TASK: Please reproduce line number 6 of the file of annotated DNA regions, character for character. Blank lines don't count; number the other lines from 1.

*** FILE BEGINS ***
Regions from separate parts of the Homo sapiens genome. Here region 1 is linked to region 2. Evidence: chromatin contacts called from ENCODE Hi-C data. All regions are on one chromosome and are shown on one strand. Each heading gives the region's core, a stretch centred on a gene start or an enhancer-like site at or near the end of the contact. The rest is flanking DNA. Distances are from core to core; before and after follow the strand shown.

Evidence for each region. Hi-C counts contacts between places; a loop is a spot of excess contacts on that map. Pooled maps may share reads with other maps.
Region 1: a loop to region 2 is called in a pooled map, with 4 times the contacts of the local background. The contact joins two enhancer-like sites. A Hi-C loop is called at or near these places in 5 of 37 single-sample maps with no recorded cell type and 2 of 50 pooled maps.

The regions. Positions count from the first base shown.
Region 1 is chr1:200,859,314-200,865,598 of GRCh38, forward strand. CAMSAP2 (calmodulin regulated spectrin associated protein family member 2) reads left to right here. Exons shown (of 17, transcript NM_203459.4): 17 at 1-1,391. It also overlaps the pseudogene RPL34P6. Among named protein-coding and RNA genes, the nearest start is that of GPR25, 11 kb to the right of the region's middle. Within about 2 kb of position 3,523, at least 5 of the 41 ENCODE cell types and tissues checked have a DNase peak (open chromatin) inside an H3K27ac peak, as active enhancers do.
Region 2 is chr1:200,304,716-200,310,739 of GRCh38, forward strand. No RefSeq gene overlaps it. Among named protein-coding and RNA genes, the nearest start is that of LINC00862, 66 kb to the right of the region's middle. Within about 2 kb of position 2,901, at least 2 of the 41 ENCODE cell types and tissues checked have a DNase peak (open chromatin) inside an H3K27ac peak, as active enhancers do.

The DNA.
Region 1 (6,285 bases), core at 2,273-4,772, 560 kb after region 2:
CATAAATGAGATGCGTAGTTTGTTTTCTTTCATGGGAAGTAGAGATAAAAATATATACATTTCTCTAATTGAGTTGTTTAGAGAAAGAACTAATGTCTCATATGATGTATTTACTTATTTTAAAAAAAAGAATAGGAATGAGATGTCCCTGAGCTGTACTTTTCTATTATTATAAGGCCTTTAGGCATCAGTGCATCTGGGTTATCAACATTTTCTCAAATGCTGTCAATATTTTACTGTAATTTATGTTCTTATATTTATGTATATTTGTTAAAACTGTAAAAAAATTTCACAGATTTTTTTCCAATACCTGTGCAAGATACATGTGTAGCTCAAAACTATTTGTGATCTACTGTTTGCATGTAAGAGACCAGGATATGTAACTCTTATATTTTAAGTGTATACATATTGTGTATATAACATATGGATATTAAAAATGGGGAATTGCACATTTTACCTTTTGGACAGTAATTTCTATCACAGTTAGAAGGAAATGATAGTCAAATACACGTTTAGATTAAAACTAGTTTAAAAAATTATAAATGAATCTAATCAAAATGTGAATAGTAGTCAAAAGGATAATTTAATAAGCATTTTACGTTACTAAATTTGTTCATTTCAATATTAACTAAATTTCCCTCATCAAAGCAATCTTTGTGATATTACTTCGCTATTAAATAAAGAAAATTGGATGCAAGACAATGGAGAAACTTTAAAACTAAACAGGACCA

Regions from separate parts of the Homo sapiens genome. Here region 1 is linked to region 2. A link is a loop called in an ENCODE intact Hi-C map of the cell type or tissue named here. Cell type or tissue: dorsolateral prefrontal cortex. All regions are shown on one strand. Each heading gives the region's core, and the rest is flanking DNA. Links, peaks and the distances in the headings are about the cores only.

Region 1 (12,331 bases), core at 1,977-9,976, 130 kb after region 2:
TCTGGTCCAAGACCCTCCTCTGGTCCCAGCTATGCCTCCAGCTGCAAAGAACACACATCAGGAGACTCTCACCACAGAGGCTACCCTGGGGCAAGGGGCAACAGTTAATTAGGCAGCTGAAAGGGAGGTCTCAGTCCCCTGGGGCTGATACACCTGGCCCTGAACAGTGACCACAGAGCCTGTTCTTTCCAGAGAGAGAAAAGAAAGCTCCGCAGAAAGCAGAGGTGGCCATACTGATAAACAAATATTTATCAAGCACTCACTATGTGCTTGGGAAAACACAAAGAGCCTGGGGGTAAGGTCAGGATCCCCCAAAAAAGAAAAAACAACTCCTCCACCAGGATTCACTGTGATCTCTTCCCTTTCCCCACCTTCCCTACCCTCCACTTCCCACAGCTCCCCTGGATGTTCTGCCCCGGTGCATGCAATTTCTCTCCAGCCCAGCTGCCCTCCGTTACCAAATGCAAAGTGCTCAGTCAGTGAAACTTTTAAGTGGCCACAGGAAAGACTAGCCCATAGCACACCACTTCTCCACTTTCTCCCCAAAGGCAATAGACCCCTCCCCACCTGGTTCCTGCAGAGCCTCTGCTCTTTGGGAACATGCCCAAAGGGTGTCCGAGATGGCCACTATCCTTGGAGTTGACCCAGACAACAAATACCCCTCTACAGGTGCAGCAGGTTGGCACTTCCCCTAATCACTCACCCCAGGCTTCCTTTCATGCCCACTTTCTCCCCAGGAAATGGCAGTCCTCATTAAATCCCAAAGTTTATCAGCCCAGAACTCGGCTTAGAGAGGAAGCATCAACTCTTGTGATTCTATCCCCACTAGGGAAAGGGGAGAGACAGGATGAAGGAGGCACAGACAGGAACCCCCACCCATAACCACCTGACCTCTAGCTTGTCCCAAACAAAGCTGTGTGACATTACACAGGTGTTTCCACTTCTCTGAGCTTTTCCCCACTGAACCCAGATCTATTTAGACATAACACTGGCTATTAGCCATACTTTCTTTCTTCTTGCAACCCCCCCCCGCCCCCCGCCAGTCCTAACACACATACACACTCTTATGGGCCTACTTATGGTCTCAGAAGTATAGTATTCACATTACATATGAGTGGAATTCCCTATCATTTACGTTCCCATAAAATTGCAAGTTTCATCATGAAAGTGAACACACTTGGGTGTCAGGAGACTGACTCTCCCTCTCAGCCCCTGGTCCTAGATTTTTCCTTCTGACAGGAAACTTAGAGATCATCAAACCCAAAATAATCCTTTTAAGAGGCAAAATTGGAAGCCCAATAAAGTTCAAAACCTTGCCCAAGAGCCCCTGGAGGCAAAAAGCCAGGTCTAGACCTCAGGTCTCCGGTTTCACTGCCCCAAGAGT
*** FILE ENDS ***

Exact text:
Region 2 is chr1:200,304,716-200,310,739 of GRCh38, forward strand. No RefSeq gene overlaps it. Among named protein-coding and RNA genes, the nearest start is that of LINC00862, 66 kb to the right of the region's middle. Within about 2 kb of position 2,901, at least 2 of the 41 ENCODE cell types and tissues checked have a DNase peak (open chromatin) inside an H3K27ac peak, as active enhancers do.